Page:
US Department of the Interior, Division of Scientific Authority, 2013

State Harvest season start date Harvest season ends date Harvest permitted on state lands? Landowner permission required to harvest ginseng? Harvest permit needed? Harvest regulations What needs to be done with the seeds?
Alabama September 1st December 31st Yes Written Permission for public and private lands Register with State annually Minimum of 3-prongs, plant needs to have red berries Plant at harvest site
Arkansas September 1st December 1st No No No Minimum of 3-prongs, at least 5-years-old, plant needs to have red berries Plant at harvest site
Georgia September 1st December 31st No Yes No Minimum of 3-prongs, plant needs to have a fruiting stalk Plant at harvest site
Illinois First Saturday in September November 1st No Yes Yes 4-prongs, and at least 10-years-old Plant near parent plants
Indiana September 1st December 31st No Yes No Minimum of 3-prongs, or flowering stalk, or 4-years-old Plant near parent plants
Iowa September 1st October 31st No No Yes Minimum of 3-prongs, keep entire stem Plant witihn 100 feet from parent plants
Kentucky September 1st December 1st No Recommended Yes Minimum of 3-prongs and at least 5-years-old Plant witihn 50 feet from parent plants
Maryland September 1st December 1st No Recommended Yes Minimum of 3-prongs, plant needs to have red berries Plant near parent plants
Minnesota September 1st December 31st No on state parks, yes on state forests with permit No No Minimum of 3-prongs and 15 leaflets Plant at harvest site
Missouri September 1st December 31st No Yes No Minimum of 3-prongs Plant witihn 100 feet from parent plants
New York September 1st November 30th No Yes No Minimum of 3-prongs, plant needs to have red berries Plant witihn 50 feet from parent plants
North Carolina September 1st December 31st No Yes No Minimum of 3-prongs or 5-years-old Plant witihn 100 feet from parent plants
Ohio September 1st December 31st No Written permission required No Minimum of 3-prongs Plant at harvest site
Pennsylvania September 1st November 30th No Yes No Minimum of 3-prongs, plant needs to have red berries Plant at harvest site
Tennessee September 1st December 31st No on most state lands Yes No Minimum of 3-prongs, plant needs to have red berries Plant at harvest site
Vermont August 20th (state is amending start date to September 1st) October 10th No Yes Yes Minimum of 3-prongs, plant needs to have red berries Plant at harvest site
Virginia September 1st December 31st No Yes No Plants need to be at least 5-years-old Plant at harvest site
West Virginia September 1st November 30th No Written permission required No Minimum of 3-prongs and 15 leaflets, plant must have red berries Plant at harvest site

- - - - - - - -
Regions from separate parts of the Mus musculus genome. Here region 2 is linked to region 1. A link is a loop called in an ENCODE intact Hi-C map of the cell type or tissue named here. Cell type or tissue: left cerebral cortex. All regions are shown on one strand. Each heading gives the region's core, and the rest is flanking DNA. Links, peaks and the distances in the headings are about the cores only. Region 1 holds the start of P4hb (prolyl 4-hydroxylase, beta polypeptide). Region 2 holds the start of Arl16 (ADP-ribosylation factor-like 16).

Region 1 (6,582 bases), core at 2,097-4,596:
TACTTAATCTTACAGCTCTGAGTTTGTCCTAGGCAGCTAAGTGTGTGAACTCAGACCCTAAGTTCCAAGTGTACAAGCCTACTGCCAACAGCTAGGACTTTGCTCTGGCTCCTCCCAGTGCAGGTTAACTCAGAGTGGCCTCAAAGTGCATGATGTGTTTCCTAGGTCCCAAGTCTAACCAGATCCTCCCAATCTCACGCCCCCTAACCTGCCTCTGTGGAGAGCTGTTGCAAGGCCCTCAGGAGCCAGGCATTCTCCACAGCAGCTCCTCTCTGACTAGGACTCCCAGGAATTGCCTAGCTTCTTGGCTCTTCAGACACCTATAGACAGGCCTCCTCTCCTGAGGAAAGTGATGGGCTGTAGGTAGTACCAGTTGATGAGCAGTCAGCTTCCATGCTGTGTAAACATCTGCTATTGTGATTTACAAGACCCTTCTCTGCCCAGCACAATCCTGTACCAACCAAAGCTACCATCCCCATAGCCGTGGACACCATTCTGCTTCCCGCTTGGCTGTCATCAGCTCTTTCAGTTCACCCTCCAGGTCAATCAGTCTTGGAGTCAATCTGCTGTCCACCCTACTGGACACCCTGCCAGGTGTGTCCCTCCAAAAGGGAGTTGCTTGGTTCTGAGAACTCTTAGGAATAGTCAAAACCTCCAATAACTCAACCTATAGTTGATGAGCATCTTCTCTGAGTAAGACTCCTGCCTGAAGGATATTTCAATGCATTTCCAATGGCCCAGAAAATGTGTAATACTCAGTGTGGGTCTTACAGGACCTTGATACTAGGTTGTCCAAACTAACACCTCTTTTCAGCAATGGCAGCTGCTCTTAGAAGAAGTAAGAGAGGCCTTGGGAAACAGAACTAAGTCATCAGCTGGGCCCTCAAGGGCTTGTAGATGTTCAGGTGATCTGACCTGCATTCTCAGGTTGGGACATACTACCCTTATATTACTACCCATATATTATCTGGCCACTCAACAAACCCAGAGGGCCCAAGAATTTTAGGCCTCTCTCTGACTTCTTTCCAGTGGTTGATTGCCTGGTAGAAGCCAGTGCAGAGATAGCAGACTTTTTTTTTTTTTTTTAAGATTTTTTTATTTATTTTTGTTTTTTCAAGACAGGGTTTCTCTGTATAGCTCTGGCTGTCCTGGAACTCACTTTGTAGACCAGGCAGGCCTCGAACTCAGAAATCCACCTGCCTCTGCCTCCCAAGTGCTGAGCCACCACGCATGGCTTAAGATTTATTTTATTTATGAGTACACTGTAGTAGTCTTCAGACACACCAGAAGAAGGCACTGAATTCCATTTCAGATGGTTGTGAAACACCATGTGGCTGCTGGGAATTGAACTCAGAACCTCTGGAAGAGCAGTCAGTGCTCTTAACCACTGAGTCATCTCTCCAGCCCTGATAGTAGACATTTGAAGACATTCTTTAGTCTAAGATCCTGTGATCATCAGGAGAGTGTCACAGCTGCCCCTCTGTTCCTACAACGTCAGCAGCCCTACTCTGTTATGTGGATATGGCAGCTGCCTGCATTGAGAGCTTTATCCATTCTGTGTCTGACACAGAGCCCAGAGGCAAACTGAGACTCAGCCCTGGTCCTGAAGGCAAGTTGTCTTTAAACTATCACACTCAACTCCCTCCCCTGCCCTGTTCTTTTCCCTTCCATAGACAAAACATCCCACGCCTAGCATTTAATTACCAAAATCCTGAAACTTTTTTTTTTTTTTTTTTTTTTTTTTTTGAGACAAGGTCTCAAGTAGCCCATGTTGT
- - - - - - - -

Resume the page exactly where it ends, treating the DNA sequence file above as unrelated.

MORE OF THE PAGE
Wisconsin September 1st November 1st No Yes Yes Minimum of 3-prongs, Retain flowering/fruiting stalk Plant at harvest site

The American Herbal Products Association has a comprehensive website aboutginseng stewardship and harvest.By clicking on your state, you will have access to a PDF with your state’s recommendations for responsible harvest of American ginseng. These brochures were developed by the following groups: the American Herbal Products Association, state ginseng coordinators, the U.S. Fish & Wildlife Service, United Plant Savers, and the Roots of Appalachia Growers Association.

*If you are interested in the culture and history of American ginseng harvest, we recommend the following books:

Davis, Jeanine, and Persons, W. Scott. 2014. Growing and Marketing Ginseng, Goldenseal and other Woodland Medicinals. Bright Mountain Books, Inc. Fairview, NC.

Johannsen, Kristin. 2006. Ginseng Dreams: The Secret World of America’s Most Valuable Plant. The University Press of Kentucky. Lexington, KY.

Pritts, Kim Derek. 2010. Ginseng: How to Find, Grow, and Use North America’s Forest Gold, 2nd Edition. Stackpole Books. Mechanicsburg, PA.

Taylor, David A. 2006. Ginseng, the Divine Root: The Curious History of the Plant That Captivated the World. Algonquin Books of Chapel Hill. Chapel Hill, NC.

Videos on Ethical Harvesting and Stewardship

Harvest and Replanting of Wild Ginseng.

Conducting a Ginseng Dig.

How to Steward Your Ginseng Population.

References:

1Charron and Gagnon 1991
2Nantel et al. 1996
3Van der Voort and McGraw 2006
4Farrington et al. 2008
5McGraw et al. 2013 (review paper)
6McGraw et al. 2005
7McGraw, Souther, and Lubbers 2010
8Hackney and McGraw 2001
9Cruse-Sanders and Hamrick 2004
10Mooney and McGraw 2007
11Mooney and McGraw 2009
12McGraw 2001
13Souther and McGraw in press (Ecological Applications)